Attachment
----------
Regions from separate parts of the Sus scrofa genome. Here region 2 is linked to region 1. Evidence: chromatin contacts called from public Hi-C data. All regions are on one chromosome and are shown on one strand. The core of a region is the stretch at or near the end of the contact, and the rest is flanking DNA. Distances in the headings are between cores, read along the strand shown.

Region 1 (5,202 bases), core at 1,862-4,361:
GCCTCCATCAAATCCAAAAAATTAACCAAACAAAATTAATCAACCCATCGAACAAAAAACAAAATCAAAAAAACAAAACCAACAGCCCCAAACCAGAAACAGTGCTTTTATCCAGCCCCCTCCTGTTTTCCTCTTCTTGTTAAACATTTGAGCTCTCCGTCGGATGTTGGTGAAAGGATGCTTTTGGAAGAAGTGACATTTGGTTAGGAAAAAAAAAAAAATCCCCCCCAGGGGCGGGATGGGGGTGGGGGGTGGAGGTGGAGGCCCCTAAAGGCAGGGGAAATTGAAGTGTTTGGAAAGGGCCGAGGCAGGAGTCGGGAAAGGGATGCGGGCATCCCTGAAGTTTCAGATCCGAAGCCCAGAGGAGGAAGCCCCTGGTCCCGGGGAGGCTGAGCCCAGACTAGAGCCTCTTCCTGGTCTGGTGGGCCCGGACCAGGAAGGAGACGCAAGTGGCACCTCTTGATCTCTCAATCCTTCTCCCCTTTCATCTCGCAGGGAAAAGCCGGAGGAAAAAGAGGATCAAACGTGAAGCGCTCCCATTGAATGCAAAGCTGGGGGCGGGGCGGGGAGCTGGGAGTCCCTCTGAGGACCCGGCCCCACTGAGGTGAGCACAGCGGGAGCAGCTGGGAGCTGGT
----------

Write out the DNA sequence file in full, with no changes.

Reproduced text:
Regions from separate parts of the Sus scrofa genome. Here region 2 is linked to region 1. Evidence: chromatin contacts called from public Hi-C data. All regions are on one chromosome and are shown on one strand. The core of a region is the stretch at or near the end of the contact, and the rest is flanking DNA. Distances in the headings are between cores, read along the strand shown.

Region 1 (5,202 bases), core at 1,862-4,361:
GCCTCCATCAAATCCAAAAAATTAACCAAACAAAATTAATCAACCCATCGAACAAAAAACAAAATCAAAAAAACAAAACCAACAGCCCCAAACCAGAAACAGTGCTTTTATCCAGCCCCCTCCTGTTTTCCTCTTCTTGTTAAACATTTGAGCTCTCCGTCGGATGTTGGTGAAAGGATGCTTTTGGAAGAAGTGACATTTGGTTAGGAAAAAAAAAAAAATCCCCCCCAGGGGCGGGATGGGGGTGGGGGGTGGAGGTGGAGGCCCCTAAAGGCAGGGGAAATTGAAGTGTTTGGAAAGGGCCGAGGCAGGAGTCGGGAAAGGGATGCGGGCATCCCTGAAGTTTCAGATCCGAAGCCCAGAGGAGGAAGCCCCTGGTCCCGGGGAGGCTGAGCCCAGACTAGAGCCTCTTCCTGGTCTGGTGGGCCCGGACCAGGAAGGAGACGCAAGTGGCACCTCTTGATCTCTCAATCCTTCTCCCCTTTCATCTCGCAGGGAAAAGCCGGAGGAAAAAGAGGATCAAACGTGAAGCGCTCCCATTGAATGCAAAGCTGGGGGCGGGGCGGGGAGCTGGGAGTCCCTCTGAGGACCCGGCCCCACTGAGGTGAGCACAGCGGGAGCAGCTGGGAGCTGGT